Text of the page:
The following information comes from The Book of the Pistol and Revolver by Hugh B. C. Pollard. The Book of the Pistol and Revolver is also available to purchase in print.
Names of the Principal Parts of a Flintlock Pistol
Bolts—Pieces of steel that push through the barrel loops to fasten the barrel into the stock.
Bridle—The curved piece of steel which holds the scear and tumbler in position against the lock plate.
Cap—Tip of stock or covering for worm of ramrod.
Chain or Swivel—The little catch piece joining the neck of the tumbler and the mainspring. This is probably so called from the old wheel-lock, when this member often was an actual link or two of chain.
Chamber—The centre or principal tube in the breech screw. The antechamber is the smaller tube leading from touchhole to chamber.
Cockscrew—The screw that tightens the jaws to hold the flint.
Escutcheons—Pieces of metal or silver to prevent the bolts wearing the stock; also applied to the shield on which crest or monogram was engraved.
Facing or Frizen—Part of pan cover, or frizzen, which strikes fire from the flint.
False Breeching—The part where the breech of the barrel hooks in before the barrel can be fastened to the stock.
False Breeching Screw—The screw which secures this to the trigger plate.
Feather Spring—The frizzen, or pan-cover spring.
Fence—The curved guard of the pan that arrests the fall of the hammer.
Frizzen Brindle—The part that the frizzen extension works in.
Guard—The bow which defends the triggers.
Jaws—The lips of the cock or hammer that hold the flint.
Loops—The eyes that hold the pins or bolts that secure barrel to stock.
Mainspring—The spring that works the tumbler and cock on hammer.
Nipple—The projection of the touch-hole on which a cap is placed.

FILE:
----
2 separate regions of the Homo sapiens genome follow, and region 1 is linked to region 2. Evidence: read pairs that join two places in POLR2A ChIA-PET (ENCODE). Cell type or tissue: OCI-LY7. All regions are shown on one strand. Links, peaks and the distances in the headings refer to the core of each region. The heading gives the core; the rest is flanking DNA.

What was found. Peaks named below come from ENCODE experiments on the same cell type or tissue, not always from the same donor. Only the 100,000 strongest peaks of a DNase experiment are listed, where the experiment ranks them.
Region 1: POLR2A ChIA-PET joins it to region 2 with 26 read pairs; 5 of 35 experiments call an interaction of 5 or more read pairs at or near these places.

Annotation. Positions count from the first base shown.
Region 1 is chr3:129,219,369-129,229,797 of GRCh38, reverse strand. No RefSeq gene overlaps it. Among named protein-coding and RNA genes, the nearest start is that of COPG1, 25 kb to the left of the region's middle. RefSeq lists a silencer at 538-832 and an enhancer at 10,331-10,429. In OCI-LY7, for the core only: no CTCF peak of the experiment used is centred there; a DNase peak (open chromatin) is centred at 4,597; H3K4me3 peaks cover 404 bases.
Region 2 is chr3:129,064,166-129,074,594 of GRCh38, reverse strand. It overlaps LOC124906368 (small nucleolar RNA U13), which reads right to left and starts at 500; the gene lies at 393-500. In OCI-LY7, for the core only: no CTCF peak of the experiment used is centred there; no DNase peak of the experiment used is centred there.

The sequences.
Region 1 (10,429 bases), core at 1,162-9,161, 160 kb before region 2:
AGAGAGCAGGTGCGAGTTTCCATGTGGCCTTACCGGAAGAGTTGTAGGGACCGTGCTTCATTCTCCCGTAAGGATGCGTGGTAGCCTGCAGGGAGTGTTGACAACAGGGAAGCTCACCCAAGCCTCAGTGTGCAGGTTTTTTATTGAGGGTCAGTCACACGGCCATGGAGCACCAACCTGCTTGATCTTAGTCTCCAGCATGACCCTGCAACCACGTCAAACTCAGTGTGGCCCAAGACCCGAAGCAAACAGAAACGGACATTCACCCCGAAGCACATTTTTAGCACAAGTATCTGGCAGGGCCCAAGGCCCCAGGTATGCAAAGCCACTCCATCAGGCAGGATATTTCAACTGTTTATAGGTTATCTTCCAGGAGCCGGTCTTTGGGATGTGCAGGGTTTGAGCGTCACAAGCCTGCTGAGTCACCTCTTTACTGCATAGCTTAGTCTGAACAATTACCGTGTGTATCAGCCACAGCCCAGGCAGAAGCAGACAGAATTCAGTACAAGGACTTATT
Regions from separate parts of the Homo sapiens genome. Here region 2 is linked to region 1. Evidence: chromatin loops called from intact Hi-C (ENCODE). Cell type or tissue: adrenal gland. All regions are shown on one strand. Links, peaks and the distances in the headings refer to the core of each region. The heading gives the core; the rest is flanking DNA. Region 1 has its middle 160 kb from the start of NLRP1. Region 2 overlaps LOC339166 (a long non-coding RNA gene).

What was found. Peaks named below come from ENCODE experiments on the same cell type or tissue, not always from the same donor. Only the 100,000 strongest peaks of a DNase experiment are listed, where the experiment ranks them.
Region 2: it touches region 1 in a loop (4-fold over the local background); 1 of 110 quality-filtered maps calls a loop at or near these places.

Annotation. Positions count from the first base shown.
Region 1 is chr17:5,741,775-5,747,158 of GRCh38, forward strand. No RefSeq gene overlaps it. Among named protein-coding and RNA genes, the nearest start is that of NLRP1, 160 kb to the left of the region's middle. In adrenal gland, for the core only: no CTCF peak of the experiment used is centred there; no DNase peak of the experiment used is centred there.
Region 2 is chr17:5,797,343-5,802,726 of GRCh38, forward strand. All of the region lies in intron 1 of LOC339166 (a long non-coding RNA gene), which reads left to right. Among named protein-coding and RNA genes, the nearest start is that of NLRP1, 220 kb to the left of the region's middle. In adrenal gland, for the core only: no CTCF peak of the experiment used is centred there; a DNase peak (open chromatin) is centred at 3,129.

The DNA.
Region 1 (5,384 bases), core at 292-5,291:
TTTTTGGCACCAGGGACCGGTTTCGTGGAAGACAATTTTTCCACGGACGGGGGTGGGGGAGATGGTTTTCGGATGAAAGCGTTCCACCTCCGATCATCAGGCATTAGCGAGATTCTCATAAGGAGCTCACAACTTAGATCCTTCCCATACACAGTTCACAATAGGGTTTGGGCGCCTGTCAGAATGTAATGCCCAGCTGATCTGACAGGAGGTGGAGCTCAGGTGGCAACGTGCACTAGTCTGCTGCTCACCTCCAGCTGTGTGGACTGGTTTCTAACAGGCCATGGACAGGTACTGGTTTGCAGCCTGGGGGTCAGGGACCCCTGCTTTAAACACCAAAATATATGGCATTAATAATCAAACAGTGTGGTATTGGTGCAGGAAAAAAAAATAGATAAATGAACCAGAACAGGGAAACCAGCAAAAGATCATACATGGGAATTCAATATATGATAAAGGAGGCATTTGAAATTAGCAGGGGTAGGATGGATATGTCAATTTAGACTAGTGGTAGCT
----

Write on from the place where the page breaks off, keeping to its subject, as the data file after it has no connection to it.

Pipes—The bands on the stock to receive the ramrod.
Scear—The part which engages with the notches on the tumbler and holds the hammer at half full cock.
Scear Spring—The spring that presses the scear into position.
Scroll Trigger or Spur Trigger—An extra extension of the trigger-guard to steady the hand.
Side Nail—The screw that holds the lock in position.
Tail—The arch, neck, or extension of the frizzen.
Trigger Springs—Small springs invented by Joseph Manton that keep the trigger always pressed against the scear.
Tumbler—The moveable centrepiece of the lock that moves with and directs the hammer or cock.
Tumbler Screw—The little screw that fastens the hammer to the tumbler pin.
Worm—Screw end on a ramrod for drawing wadding.
Note.—On the flint-lock weapons the hammer, as we understand it to-day—that is to say, the falling member that held the flint—was termed the “cock”; the frizzen or steel or flash-pan cover was termed the “hammer.” Later, when the percussion system came in, the cock was called the “striker,” and gradually has come to be known as the “hammer.”
Throughout this book I have called it the “hammer,” as this name is less misleading to modern minds. When reading old books, it must be remembered that the term applies to the “flash-pan cover.”
Frizzens and springs were easily worn out and often replaced, and nearly every gunmaker had his own idea about how a frizzen should be made and fitted so as to give good fire and waterproof protection to the priming. The test of a good frizzen was that it should “shut down dull and fly back smart.” Frizzens could be “new steeled,” that is to say, the steel plate welded on to the front of the frizzen renewed, but in most cases it was simpler to put in a new “hammer,” and gunmakers always encouraged this process.
Colonel Hawker (1825) says:
“There are two ways of putting a ‘hammer’ (frizzen) in motion—one with a wheel in a feather spring, the other with a bridge there over which a wheel in the hammer is made to run. Durs Egg and Mr. Manton usually make the first; Mr. Joseph Manton the other. This is a good way of determining the maker of ‘Manton’ locks—only the Joseph Mantons being of great value to the collector; the other Manton—John Manton—was his rival and brother, and was once foreman to the celebrated Twigg.”
The pan in flint-locks is placed low down below the touchhole in order that the first flash of the priming fires the charge. In pieces where the touch-hole is at the bottom of the pan, the priming had all to burn away first, before the discharge occurred.
Flints should be put in flat side upwards, and held in a piece of leather. If they do not force the frizzen back while in this position, they may be reversed, which makes it strike lower. In the old days, flints were of special sizes, and had to be very carefully adjusted by packing more or less leather round them to give the best strike.